At Hamlet, we build our traditional timber frames using French carpentry techniques that date back to early medieval times. We learned these techniques while serving our apprenticeships in England & Scotland, along with a host of other complementary skills that the medieval carpenter had to master to be considered a true journeyman.
FRENCH SCRIBE TIMBER FRAMING METHODS
Instead of cutting our joints by calculation using squares and bevels, we chalk our drawings out full scale on the floor of our workshop and lay the timbers directly over the chalk. Each timber is then scribed to any others it intersects, and is marked with a unique number – usually in the form of a Roman numeral. This piece is unique, and can only go in one position within the finished frame, therefore the mark tells us exactly where it goes during the raising. Using this form of scribe carpentry allows us to integrate beautiful curved pieces very efficiently, and gives us more creative freedom when we are designing your timber frame.
TRADITIONAL TIMBER CONVERSION (Hewing & Pit-Sawing)
To work with timbers, you need to start with a tree. Very few carpenters actually go through the process of selecting & felling trees, converting them to timbers through hewing & pit-sawing, then using the timbers to frame the house. It’s a shame, because it’s incredibly rewarding, and gives the carpenter a more intimate knowledge and deeper respect for their raw material. We obviously don’t do this for every project, but every year or so, we demonstrate hewing and pit-sawing techniques to students of conservation or architecture, or we have a client who asks us to incorporate hewn timbers into their home. We also have clients each year with large properties who ask us to help them select and harvest trees from their land that we end up using for their timber frame.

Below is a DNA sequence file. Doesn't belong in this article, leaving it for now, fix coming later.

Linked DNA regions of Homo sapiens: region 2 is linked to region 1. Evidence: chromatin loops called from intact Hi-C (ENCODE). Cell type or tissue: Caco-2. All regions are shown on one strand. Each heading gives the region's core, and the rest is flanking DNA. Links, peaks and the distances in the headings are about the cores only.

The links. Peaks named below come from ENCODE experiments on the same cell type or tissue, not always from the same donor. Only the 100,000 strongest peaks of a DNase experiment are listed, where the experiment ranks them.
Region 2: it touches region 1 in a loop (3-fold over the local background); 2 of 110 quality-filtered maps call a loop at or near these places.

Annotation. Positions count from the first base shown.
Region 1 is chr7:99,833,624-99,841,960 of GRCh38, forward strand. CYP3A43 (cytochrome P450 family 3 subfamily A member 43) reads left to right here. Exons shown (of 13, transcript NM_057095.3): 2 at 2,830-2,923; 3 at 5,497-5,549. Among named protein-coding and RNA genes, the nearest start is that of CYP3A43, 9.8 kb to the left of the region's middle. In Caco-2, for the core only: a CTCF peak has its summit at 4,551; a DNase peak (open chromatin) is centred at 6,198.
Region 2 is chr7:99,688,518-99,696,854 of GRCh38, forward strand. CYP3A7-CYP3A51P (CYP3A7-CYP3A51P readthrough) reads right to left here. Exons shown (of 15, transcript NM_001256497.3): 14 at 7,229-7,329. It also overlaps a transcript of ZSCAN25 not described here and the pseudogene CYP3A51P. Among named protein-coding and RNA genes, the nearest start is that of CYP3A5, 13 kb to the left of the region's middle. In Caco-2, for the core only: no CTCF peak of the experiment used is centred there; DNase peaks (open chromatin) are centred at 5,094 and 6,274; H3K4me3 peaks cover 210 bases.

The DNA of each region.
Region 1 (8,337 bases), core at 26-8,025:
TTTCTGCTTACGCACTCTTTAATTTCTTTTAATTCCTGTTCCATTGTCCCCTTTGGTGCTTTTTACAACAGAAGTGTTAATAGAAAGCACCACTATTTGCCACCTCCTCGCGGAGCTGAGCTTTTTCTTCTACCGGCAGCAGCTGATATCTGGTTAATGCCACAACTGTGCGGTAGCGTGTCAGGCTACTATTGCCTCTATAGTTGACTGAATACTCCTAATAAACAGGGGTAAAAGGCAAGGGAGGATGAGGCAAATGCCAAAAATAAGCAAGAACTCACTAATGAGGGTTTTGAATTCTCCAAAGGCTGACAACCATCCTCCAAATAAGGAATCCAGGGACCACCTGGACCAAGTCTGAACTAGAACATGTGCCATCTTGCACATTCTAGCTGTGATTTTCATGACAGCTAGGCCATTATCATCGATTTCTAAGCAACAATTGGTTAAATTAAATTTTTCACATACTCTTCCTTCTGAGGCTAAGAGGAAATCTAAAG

NEW BUILD & CONSERVATION
We are as adept at working with a blank slate on new-build projects as we are working within the confines of a historic structure. While new-build makes up the lion’s share of the work we do, conservation work accounts for a smaller, but very important part of our yearly production. Maintaining and extending the life of our built heritage is incredibly important to us. It’s never easy working on older buildings as they are often neglected over the course of many years, full of dirt and safety hazards – but it’s a labour of love for us. For more information on our heritage work, click on CONSERVATION in the navigation bar above.